stood up and a cheerful buzz filled the room, as people grabbed their materials
and re-organized themselves.
the situation,” she interrupted the chatter as people organized into smaller
circles, “You are on the board of
directors of a nonprofit organization.
Your bookkeeper, a volunteer who has been loyal, accurate, and timely
for 15 years, suddenly starts making mistakes in the financials. The mistakes seem to be growing slowly, and
one day it is brought to your attention that someone smelled alcohol on her
breath while she was at the office. What
do you do?”
stepped back and smiled knowingly. “Does
anyone need me to read that again?”
not quite as challenging as I anticipated, I thought as I turned back to my group
with a thoughtful look on my face, I already know what my plan of action
of course we need to have a conversation with her,” one member piped up right
away. “We don’t know what’s going on or
if it’s true she really had been drinking.”
“She is a volunteer,” another person chimed in. “But we do have a duty to our organization, especially when it comes to finances.”
we definitely cannot sacrifice our organization if she isn’t able to continue
here duties well, but if she needs a bit of time away from the job to deal with
a personal issue, we could find another person to help temporarily,” the next
this is easy, I
sat up straighter and looked around the rest of the conference room to see how
the other two groups seemed to be getting on. Looks like there’s a lot of
agreement in the other two groups as well, I noted, people are smiling and nodding and
seem enthusiastic with their hand gestures—-at least the extroverts.
giggled to myself. Blandin had broken
our 16 types down into sub-types, giving us further insight to each category,
and I could see that playing out in the room. Our group is much smaller than
each of the other two, I noted. We only have about ten, and the other
two are around twenty people each. That
must make it a bit more difficult to come to a resolution.
have three minutes left. Please pick
someone from your group to present your decision to the group.” The leader interrupted loudly over the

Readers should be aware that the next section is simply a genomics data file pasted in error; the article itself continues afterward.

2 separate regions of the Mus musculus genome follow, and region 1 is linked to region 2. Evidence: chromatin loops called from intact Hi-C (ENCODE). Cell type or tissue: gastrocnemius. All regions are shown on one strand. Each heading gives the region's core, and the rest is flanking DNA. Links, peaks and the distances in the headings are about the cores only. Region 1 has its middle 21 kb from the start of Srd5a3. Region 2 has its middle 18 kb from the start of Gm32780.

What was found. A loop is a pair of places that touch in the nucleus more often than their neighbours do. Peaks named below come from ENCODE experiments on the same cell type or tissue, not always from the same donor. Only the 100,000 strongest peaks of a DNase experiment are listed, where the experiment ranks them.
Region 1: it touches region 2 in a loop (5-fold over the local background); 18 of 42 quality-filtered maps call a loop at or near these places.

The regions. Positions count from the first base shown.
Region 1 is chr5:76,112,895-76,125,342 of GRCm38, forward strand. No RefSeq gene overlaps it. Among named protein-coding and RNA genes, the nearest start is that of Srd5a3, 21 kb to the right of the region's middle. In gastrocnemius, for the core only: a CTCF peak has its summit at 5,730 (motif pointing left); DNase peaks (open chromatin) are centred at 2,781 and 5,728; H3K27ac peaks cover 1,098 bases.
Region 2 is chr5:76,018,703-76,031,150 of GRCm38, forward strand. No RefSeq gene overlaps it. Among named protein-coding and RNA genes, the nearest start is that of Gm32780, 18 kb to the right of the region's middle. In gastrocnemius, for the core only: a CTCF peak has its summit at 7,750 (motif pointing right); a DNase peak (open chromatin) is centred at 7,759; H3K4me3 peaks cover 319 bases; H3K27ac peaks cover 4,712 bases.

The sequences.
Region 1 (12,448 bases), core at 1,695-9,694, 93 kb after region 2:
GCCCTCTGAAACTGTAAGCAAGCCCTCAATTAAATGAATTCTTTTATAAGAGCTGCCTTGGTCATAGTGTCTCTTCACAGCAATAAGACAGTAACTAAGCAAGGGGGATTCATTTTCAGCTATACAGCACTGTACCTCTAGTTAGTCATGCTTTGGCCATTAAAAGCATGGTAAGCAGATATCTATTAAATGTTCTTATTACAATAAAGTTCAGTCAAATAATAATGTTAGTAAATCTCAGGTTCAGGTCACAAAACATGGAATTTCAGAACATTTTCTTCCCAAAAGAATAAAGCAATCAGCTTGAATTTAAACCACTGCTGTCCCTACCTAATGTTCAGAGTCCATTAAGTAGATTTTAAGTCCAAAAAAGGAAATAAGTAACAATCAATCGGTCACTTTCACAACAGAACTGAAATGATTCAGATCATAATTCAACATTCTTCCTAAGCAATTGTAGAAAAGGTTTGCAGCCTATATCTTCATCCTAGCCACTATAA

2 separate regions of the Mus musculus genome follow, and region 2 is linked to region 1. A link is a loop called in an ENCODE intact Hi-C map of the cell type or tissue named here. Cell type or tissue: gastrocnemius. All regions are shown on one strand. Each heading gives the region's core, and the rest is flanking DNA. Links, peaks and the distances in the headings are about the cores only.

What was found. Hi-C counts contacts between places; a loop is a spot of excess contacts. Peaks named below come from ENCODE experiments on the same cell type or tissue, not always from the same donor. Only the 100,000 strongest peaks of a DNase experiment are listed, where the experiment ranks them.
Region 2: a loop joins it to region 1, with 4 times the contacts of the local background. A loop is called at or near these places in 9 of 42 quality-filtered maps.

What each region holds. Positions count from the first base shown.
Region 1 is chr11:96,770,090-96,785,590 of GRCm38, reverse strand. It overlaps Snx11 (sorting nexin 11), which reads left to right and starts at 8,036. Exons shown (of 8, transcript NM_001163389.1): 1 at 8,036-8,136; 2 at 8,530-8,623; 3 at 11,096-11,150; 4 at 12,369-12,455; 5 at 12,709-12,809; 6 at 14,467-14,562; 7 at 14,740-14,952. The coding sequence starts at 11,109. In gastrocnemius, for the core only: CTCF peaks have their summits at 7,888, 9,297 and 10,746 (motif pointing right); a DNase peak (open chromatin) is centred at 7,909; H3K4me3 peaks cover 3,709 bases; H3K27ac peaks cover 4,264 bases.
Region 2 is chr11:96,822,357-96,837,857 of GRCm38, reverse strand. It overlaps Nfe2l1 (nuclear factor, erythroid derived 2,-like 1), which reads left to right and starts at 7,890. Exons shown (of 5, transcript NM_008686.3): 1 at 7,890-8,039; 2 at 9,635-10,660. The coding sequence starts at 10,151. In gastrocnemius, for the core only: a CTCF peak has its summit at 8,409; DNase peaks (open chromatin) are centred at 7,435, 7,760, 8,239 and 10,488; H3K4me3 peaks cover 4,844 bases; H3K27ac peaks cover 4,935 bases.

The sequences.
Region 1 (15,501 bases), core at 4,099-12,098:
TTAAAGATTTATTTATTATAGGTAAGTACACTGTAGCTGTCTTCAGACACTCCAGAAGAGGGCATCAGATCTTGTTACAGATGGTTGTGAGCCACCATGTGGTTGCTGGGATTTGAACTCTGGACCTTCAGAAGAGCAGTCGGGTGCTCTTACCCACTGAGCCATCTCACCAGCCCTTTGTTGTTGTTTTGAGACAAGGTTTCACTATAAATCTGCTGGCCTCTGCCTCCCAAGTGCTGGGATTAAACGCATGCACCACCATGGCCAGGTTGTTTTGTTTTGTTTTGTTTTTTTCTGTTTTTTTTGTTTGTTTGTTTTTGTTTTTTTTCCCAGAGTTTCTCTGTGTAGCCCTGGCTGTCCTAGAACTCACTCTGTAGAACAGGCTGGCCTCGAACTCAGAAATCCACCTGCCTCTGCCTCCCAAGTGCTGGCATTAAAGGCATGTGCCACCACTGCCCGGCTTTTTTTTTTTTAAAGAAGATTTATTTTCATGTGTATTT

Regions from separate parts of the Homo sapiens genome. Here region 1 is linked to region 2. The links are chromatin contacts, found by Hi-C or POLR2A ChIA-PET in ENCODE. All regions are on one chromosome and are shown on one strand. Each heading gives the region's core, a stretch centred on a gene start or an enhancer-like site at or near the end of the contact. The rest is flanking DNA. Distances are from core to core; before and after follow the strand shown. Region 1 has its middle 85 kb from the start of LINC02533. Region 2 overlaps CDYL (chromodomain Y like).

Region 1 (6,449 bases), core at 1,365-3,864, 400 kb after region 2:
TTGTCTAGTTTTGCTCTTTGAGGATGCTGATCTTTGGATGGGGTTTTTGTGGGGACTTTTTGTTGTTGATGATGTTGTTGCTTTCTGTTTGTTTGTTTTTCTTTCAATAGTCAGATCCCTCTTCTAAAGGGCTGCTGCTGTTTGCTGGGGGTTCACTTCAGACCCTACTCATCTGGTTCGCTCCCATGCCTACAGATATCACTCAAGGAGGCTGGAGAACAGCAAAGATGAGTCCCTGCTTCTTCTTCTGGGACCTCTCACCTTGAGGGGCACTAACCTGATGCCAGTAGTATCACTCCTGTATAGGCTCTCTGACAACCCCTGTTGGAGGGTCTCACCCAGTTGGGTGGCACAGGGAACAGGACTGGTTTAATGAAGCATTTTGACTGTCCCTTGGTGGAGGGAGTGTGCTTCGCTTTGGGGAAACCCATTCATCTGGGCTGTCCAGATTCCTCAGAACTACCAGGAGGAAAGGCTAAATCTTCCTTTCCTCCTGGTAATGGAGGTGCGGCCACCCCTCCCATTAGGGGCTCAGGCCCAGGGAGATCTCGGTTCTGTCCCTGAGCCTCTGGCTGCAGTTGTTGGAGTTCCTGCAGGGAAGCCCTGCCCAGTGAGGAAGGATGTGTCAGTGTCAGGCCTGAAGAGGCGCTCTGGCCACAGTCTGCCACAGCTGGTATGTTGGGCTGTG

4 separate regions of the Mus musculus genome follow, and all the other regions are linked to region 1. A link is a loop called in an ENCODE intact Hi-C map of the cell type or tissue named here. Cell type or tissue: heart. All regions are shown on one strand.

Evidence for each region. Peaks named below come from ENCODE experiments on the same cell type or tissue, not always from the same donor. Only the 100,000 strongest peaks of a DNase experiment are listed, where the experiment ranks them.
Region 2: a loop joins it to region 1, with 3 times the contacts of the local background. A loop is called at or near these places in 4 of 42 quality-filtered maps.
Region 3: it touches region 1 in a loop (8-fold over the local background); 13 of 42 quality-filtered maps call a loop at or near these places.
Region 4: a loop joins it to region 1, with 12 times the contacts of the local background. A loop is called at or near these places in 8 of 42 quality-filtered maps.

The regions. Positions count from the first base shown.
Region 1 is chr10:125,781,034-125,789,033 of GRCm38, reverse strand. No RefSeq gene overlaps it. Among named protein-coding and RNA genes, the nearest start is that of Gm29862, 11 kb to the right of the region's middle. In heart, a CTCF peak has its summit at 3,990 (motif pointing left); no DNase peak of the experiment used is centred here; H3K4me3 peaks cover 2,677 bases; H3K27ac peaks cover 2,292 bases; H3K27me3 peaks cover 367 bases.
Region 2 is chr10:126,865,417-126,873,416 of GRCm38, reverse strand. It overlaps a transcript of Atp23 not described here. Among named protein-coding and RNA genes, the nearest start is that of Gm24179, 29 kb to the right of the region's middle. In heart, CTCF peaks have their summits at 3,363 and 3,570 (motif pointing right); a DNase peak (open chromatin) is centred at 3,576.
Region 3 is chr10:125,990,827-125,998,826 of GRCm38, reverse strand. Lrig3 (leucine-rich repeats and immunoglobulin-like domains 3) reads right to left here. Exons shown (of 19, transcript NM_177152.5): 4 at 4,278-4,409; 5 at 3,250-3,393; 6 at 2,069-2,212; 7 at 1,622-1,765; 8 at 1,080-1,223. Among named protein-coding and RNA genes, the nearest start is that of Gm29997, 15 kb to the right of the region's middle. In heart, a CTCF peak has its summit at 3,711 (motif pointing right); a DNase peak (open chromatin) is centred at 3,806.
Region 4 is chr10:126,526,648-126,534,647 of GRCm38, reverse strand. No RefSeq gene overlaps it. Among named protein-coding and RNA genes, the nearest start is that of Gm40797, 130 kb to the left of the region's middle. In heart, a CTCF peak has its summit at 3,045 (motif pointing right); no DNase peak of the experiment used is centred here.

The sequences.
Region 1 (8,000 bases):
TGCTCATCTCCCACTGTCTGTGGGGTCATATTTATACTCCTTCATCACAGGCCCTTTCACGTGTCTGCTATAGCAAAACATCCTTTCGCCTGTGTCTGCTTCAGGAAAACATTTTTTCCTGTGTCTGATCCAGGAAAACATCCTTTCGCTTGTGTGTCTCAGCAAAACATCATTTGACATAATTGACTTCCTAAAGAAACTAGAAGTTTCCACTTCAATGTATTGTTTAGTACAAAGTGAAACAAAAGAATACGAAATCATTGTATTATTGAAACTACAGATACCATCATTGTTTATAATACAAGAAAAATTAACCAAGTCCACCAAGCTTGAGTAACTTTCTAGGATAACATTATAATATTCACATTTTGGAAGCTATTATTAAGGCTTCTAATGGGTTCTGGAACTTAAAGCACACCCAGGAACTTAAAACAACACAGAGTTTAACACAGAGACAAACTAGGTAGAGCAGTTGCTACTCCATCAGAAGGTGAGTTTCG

hastily picked a leader, had her summarize our final decision to us quickly,
and turned to the front of the room, waiting.
“Group one, please present your results.”
A prominent businesswoman stood up and projected the decision easily and clearly over the group. “As the board of directors, we have no choice but to terminate her volunteer position immediately and find a replacement. We cannot tolerate any financial impropriety in the organization, as it could cause a negative impact on our nonprofit status, our revenue, and the community trust in our organization.”
that is super harsh, I
thought, stunned. No communication?
No making sure that there wasn’t some other error in the system or an
update that wasn’t her fault that was creating the errors? Wow. So much for years of loyalty. I know how much time that stuff can take.
three, go ahead,” the leader interrupted my thoughts as I shook my head and
turned my body the other direction to hear the verdict from the other side of
the executive director of a nonprofit stood and faced the group. “She has had 15 years of loyal service. We thought it was in our best interest to sit
down and have a conversation with her, offer her help, see if the matter was
one in which she wanted to leave the position temporarily or permanently. We will give her support in finding help with
her drinking if that is necessary, and do what we can to get her back on track. She is a volunteer after all, and we don’t
need to jump to harsh conclusions or actions until we understand the totality
of the problem.” She sat back down.
that doesn’t seem to protect the organization fast, and is completely opposite
of the first group’s answer.
2?” The leader prompted.
Our spokeswoman, who worked for a large corporation, stood up and announced our decision, an exact blend of the other two. Starting with compassion and curiosity, and if the issue wasn’t fixed, to take strong disciplinary action.
brain wiring determines how we make these kinds of decisions. Holy crap. And my group’s brain wiring has a blend of
both sides, which is why we are smaller and have a blend of both answers.
understanding hit me as ways to increase communication and synergy to pull two
conflicting sides together became clear.
How Do You Choose to Communicate?
Nature and nurture both influence how we see and interact with the world as individuals. The drama in the media of all sides now shapes the tone and grace, or lack thereof, in which individuals choose to share their opinions and the stories they hear.
mom told me that if I can’t say anything nice—-don’t say anything at all. I don’t believe that is true. Communication is necessary for a vibrant
community. We need to be able to
disagree, to have respectful conflict, to speak our minds, to share what is
disturbing us and why. However, it can
be done in a curious, educational, and amicable way. Are there people spouting melodrama and
hatred out there? Of course. Does that mean you need to match their
tone? Absolutely not.
If something someone says triggers you and makes you extremely angry, is there a way to pause, take a breath, and reply in a manner or tone that conveys your disagreement in a way that opens communication? What kind of attitude and tone opens you to listening to an opposing point of view? Try using that.
My Question/ Challenge for You
my challenge for you this week. Whether
it’s a disagreement with your child, your coworker, your friend, or on social
media, take a breath. Realize that
everyone has a right to their own opinion, no matter what information or lack
thereof informs it. You may not be able
to change someone’s mind, but you won’t for sure if you attack them. Ignore those who haven’t learned these lessons
yet, except to prompt them to please use a different tone.
give ourselves a chance to heal our communities and our relationships. Let’s
say what we need to, nicely.